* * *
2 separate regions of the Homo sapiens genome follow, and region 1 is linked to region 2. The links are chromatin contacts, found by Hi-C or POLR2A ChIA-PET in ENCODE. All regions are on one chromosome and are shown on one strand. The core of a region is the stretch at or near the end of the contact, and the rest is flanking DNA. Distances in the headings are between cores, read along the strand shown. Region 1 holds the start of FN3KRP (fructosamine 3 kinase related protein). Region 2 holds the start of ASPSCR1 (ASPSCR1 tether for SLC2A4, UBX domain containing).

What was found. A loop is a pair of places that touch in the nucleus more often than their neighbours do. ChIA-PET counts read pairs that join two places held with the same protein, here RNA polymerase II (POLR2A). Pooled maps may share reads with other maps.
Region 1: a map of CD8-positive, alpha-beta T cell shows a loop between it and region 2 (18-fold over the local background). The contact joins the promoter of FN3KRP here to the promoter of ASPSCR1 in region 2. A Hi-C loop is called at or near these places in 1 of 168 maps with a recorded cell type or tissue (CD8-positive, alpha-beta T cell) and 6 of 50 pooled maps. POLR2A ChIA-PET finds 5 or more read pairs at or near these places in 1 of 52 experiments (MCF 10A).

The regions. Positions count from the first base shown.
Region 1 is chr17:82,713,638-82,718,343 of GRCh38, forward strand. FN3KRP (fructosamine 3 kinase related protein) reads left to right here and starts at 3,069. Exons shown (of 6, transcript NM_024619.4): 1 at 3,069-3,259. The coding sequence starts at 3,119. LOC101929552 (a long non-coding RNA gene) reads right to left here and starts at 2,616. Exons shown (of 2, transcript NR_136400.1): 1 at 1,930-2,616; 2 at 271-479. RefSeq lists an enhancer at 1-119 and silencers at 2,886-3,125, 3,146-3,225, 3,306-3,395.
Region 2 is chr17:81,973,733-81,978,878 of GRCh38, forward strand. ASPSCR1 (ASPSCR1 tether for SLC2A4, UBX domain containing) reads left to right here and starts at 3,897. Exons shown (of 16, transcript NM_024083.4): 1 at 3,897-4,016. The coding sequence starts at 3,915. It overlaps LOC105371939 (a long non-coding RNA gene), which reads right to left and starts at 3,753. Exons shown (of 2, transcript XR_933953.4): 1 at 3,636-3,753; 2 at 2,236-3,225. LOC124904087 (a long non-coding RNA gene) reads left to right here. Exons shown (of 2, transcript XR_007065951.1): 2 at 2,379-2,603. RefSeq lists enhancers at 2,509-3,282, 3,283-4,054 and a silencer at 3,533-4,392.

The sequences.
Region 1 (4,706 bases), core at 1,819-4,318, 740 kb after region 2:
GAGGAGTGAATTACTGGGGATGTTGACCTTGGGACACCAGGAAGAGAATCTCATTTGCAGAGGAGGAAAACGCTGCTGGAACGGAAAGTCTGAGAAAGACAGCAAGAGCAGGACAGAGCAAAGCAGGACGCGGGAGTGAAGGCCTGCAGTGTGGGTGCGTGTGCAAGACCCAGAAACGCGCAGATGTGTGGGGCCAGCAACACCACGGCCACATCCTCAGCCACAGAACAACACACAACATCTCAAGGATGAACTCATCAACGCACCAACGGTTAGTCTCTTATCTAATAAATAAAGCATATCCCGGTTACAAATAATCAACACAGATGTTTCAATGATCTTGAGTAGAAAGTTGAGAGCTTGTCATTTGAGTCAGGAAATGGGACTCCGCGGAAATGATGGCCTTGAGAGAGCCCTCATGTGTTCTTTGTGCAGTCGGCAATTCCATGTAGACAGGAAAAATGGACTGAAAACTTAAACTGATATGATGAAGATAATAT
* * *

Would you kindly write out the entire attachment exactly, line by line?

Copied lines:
2 separate regions of the Homo sapiens genome follow, and region 1 is linked to region 2. The links are chromatin contacts, found by Hi-C or POLR2A ChIA-PET in ENCODE. All regions are on one chromosome and are shown on one strand. The core of a region is the stretch at or near the end of the contact, and the rest is flanking DNA. Distances in the headings are between cores, read along the strand shown. Region 1 holds the start of FN3KRP (fructosamine 3 kinase related protein). Region 2 holds the start of ASPSCR1 (ASPSCR1 tether for SLC2A4, UBX domain containing).

What was found. A loop is a pair of places that touch in the nucleus more often than their neighbours do. ChIA-PET counts read pairs that join two places held with the same protein, here RNA polymerase II (POLR2A). Pooled maps may share reads with other maps.
Region 1: a map of CD8-positive, alpha-beta T cell shows a loop between it and region 2 (18-fold over the local background). The contact joins the promoter of FN3KRP here to the promoter of ASPSCR1 in region 2. A Hi-C loop is called at or near these places in 1 of 168 maps with a recorded cell type or tissue (CD8-positive, alpha-beta T cell) and 6 of 50 pooled maps. POLR2A ChIA-PET finds 5 or more read pairs at or near these places in 1 of 52 experiments (MCF 10A).

The regions. Positions count from the first base shown.
Region 1 is chr17:82,713,638-82,718,343 of GRCh38, forward strand. FN3KRP (fructosamine 3 kinase related protein) reads left to right here and starts at 3,069. Exons shown (of 6, transcript NM_024619.4): 1 at 3,069-3,259. The coding sequence starts at 3,119. LOC101929552 (a long non-coding RNA gene) reads right to left here and starts at 2,616. Exons shown (of 2, transcript NR_136400.1): 1 at 1,930-2,616; 2 at 271-479. RefSeq lists an enhancer at 1-119 and silencers at 2,886-3,125, 3,146-3,225, 3,306-3,395.
Region 2 is chr17:81,973,733-81,978,878 of GRCh38, forward strand. ASPSCR1 (ASPSCR1 tether for SLC2A4, UBX domain containing) reads left to right here and starts at 3,897. Exons shown (of 16, transcript NM_024083.4): 1 at 3,897-4,016. The coding sequence starts at 3,915. It overlaps LOC105371939 (a long non-coding RNA gene), which reads right to left and starts at 3,753. Exons shown (of 2, transcript XR_933953.4): 1 at 3,636-3,753; 2 at 2,236-3,225. LOC124904087 (a long non-coding RNA gene) reads left to right here. Exons shown (of 2, transcript XR_007065951.1): 2 at 2,379-2,603. RefSeq lists enhancers at 2,509-3,282, 3,283-4,054 and a silencer at 3,533-4,392.

The sequences.
Region 1 (4,706 bases), core at 1,819-4,318, 740 kb after region 2:
GAGGAGTGAATTACTGGGGATGTTGACCTTGGGACACCAGGAAGAGAATCTCATTTGCAGAGGAGGAAAACGCTGCTGGAACGGAAAGTCTGAGAAAGACAGCAAGAGCAGGACAGAGCAAAGCAGGACGCGGGAGTGAAGGCCTGCAGTGTGGGTGCGTGTGCAAGACCCAGAAACGCGCAGATGTGTGGGGCCAGCAACACCACGGCCACATCCTCAGCCACAGAACAACACACAACATCTCAAGGATGAACTCATCAACGCACCAACGGTTAGTCTCTTATCTAATAAATAAAGCATATCCCGGTTACAAATAATCAACACAGATGTTTCAATGATCTTGAGTAGAAAGTTGAGAGCTTGTCATTTGAGTCAGGAAATGGGACTCCGCGGAAATGATGGCCTTGAGAGAGCCCTCATGTGTTCTTTGTGCAGTCGGCAATTCCATGTAGACAGGAAAAATGGACTGAAAACTTAAACTGATATGATGAAGATAATAT